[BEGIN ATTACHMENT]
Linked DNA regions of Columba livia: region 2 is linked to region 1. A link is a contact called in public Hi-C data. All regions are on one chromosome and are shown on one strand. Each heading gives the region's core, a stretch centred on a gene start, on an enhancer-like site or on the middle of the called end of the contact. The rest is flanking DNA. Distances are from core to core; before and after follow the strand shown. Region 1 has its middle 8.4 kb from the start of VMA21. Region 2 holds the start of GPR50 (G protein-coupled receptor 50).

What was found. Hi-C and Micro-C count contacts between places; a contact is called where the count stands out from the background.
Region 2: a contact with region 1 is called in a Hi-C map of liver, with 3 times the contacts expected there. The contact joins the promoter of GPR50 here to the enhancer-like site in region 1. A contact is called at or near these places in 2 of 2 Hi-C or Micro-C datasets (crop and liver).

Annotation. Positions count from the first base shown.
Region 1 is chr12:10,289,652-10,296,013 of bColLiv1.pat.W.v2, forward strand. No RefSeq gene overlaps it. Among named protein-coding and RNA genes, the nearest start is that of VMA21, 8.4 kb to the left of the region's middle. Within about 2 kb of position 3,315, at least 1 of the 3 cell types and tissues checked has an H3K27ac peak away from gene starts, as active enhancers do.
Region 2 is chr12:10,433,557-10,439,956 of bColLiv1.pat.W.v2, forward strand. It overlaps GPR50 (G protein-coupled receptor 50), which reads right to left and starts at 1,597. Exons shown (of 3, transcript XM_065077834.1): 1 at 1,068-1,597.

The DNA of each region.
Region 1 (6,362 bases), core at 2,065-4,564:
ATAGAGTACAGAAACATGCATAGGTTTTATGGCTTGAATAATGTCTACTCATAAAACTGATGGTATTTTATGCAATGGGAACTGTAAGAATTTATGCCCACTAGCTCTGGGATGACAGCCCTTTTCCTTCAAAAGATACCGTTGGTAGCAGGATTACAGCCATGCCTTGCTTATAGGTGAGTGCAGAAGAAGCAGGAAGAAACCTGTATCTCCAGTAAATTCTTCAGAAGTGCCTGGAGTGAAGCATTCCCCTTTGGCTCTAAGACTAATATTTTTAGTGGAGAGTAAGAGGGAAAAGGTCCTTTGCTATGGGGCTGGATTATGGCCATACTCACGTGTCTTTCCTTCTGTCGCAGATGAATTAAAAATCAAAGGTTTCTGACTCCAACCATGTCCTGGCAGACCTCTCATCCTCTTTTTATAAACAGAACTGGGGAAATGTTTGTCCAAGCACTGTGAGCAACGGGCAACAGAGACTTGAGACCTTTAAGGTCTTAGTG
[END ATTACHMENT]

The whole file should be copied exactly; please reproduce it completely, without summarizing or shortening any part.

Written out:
Linked DNA regions of Columba livia: region 2 is linked to region 1. A link is a contact called in public Hi-C data. All regions are on one chromosome and are shown on one strand. Each heading gives the region's core, a stretch centred on a gene start, on an enhancer-like site or on the middle of the called end of the contact. The rest is flanking DNA. Distances are from core to core; before and after follow the strand shown. Region 1 has its middle 8.4 kb from the start of VMA21. Region 2 holds the start of GPR50 (G protein-coupled receptor 50).

What was found. Hi-C and Micro-C count contacts between places; a contact is called where the count stands out from the background.
Region 2: a contact with region 1 is called in a Hi-C map of liver, with 3 times the contacts expected there. The contact joins the promoter of GPR50 here to the enhancer-like site in region 1. A contact is called at or near these places in 2 of 2 Hi-C or Micro-C datasets (crop and liver).

Annotation. Positions count from the first base shown.
Region 1 is chr12:10,289,652-10,296,013 of bColLiv1.pat.W.v2, forward strand. No RefSeq gene overlaps it. Among named protein-coding and RNA genes, the nearest start is that of VMA21, 8.4 kb to the left of the region's middle. Within about 2 kb of position 3,315, at least 1 of the 3 cell types and tissues checked has an H3K27ac peak away from gene starts, as active enhancers do.
Region 2 is chr12:10,433,557-10,439,956 of bColLiv1.pat.W.v2, forward strand. It overlaps GPR50 (G protein-coupled receptor 50), which reads right to left and starts at 1,597. Exons shown (of 3, transcript XM_065077834.1): 1 at 1,068-1,597.

The DNA of each region.
Region 1 (6,362 bases), core at 2,065-4,564:
ATAGAGTACAGAAACATGCATAGGTTTTATGGCTTGAATAATGTCTACTCATAAAACTGATGGTATTTTATGCAATGGGAACTGTAAGAATTTATGCCCACTAGCTCTGGGATGACAGCCCTTTTCCTTCAAAAGATACCGTTGGTAGCAGGATTACAGCCATGCCTTGCTTATAGGTGAGTGCAGAAGAAGCAGGAAGAAACCTGTATCTCCAGTAAATTCTTCAGAAGTGCCTGGAGTGAAGCATTCCCCTTTGGCTCTAAGACTAATATTTTTAGTGGAGAGTAAGAGGGAAAAGGTCCTTTGCTATGGGGCTGGATTATGGCCATACTCACGTGTCTTTCCTTCTGTCGCAGATGAATTAAAAATCAAAGGTTTCTGACTCCAACCATGTCCTGGCAGACCTCTCATCCTCTTTTTATAAACAGAACTGGGGAAATGTTTGTCCAAGCACTGTGAGCAACGGGCAACAGAGACTTGAGACCTTTAAGGTCTTAGTG